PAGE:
The Tetsuo Najita Distinguished Lecture series was launched in 2007 by the CEAS Committee on Japanese Studies to honor the legacy of Tetsuo Najita, Robert S. Ingersoll Distinguished Service Professor Emeritus of History and of East Asian Languages and Civilizations, and his contribution to the university during his long career.
About Tetsuo Najita
Educated at Grinnell College and Harvard University, Tetsuo Najita joined the faculty of the University of Chicago in 1969. His many publications on Japan’s early modern and modern intellectual history include Hara Kei and the Politics of Compromise (1967), which was awarded the John King Fairbank Prize in East Asian History, and Visions of Virtue: The Kaitokudô Merchant Academy of Osaka (1987), which won the Yamagata Bantô Prize. Since his retirement in 2002, Tetsuo Najita has continued his work. In 2008, he published a new work in Japanese on the topic of “doing intellectual history,” and in 2009 the University of California Press published his most recent monograph in English, Ordinary Economies in Japan: A Historical Perspective, 1759-1950. This impressive body of scholarship, which combined theoretical rigor with rock-solid research, and which was ordered by the assertion that historians must always engage with the moral and political issues of our time, served as an inspiration to the many undergraduate and graduate students whom he trained.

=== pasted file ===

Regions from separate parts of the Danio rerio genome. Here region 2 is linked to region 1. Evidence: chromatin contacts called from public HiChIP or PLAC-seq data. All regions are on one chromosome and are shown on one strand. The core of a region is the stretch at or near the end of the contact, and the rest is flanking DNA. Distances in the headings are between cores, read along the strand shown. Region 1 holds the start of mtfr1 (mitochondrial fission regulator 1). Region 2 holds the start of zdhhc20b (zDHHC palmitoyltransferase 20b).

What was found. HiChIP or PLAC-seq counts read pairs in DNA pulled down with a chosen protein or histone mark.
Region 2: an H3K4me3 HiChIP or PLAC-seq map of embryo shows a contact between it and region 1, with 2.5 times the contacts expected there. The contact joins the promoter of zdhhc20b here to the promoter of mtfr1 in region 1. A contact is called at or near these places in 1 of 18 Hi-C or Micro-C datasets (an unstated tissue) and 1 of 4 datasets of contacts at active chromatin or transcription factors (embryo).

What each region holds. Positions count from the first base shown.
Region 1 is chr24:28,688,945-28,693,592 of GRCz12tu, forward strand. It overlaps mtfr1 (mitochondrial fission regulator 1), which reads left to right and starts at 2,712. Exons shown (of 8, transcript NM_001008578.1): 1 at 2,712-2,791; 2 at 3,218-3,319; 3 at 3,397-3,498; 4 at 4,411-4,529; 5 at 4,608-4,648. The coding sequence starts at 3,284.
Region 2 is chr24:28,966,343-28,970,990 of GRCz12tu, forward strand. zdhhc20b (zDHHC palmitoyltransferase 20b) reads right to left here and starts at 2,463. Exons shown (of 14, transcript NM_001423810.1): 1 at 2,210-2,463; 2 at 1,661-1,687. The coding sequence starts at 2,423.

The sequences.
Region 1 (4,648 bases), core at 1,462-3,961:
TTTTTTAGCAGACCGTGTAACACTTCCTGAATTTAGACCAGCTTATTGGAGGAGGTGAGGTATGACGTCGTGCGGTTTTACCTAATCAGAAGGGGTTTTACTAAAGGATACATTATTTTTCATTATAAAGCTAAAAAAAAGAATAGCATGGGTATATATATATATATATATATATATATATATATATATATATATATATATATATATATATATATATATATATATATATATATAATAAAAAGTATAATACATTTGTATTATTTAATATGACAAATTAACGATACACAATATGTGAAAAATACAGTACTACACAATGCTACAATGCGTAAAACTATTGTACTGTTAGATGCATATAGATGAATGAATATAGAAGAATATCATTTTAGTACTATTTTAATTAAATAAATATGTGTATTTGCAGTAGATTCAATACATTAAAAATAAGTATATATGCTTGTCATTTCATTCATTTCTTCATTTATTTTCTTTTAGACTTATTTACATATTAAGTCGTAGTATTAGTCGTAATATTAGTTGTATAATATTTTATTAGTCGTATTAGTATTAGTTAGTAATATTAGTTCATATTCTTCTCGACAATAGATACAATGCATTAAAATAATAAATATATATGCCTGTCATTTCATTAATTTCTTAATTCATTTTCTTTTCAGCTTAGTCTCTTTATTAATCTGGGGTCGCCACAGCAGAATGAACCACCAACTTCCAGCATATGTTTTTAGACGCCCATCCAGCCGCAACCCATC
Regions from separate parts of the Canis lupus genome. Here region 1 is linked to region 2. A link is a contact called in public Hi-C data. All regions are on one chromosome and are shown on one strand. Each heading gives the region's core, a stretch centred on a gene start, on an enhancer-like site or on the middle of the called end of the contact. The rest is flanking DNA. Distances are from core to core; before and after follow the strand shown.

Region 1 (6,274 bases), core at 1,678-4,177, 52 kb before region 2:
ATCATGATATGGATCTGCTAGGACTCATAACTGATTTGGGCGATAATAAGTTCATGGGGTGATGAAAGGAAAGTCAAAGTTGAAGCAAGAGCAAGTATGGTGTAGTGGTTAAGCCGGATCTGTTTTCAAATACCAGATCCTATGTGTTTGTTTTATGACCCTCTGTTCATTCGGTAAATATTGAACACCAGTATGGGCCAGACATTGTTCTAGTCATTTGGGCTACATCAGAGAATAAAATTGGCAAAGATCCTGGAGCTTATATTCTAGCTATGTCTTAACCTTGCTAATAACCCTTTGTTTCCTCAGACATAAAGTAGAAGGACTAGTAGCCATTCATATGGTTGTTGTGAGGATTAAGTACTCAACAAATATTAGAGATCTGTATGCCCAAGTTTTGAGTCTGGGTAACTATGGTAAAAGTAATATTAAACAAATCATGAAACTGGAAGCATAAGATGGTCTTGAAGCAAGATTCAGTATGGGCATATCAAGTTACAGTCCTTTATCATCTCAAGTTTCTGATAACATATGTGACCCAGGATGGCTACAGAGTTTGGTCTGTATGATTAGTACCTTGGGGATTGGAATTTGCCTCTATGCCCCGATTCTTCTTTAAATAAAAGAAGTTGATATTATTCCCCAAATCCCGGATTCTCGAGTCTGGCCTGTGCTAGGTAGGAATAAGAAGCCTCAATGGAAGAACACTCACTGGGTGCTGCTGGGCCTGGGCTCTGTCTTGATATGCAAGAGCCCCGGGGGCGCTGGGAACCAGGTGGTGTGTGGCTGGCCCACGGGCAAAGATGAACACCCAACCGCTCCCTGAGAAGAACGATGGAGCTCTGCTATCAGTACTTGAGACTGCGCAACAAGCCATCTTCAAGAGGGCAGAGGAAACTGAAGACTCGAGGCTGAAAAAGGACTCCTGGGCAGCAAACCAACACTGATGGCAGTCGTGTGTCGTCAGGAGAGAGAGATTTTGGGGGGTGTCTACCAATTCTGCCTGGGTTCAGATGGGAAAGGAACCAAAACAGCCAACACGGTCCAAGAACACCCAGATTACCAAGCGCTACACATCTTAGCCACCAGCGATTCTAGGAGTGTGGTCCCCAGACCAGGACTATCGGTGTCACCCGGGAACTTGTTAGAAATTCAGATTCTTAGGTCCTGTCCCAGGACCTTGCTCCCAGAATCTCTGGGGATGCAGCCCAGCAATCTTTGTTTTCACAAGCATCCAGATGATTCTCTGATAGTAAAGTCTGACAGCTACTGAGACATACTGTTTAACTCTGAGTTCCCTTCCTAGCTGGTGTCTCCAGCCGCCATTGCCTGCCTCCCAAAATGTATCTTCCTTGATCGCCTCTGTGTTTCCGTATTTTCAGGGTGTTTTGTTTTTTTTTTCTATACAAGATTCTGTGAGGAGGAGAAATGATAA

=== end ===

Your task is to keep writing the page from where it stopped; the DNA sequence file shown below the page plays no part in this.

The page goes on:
In addition to this distinguished record of scholarship and teaching, during his thirty-three year tenure at the university, Tetsuo Najita dedicated much energy to building the Japan Studies program, while playing a leading role within the History Department and the Social Science Division. He served as Director of the Center for East Asian Studies from 1974-1980, Master of the Social Science Collegiate Division from 1984-1987 and Chair of the History Department for 1994-1997 and in spring 2001.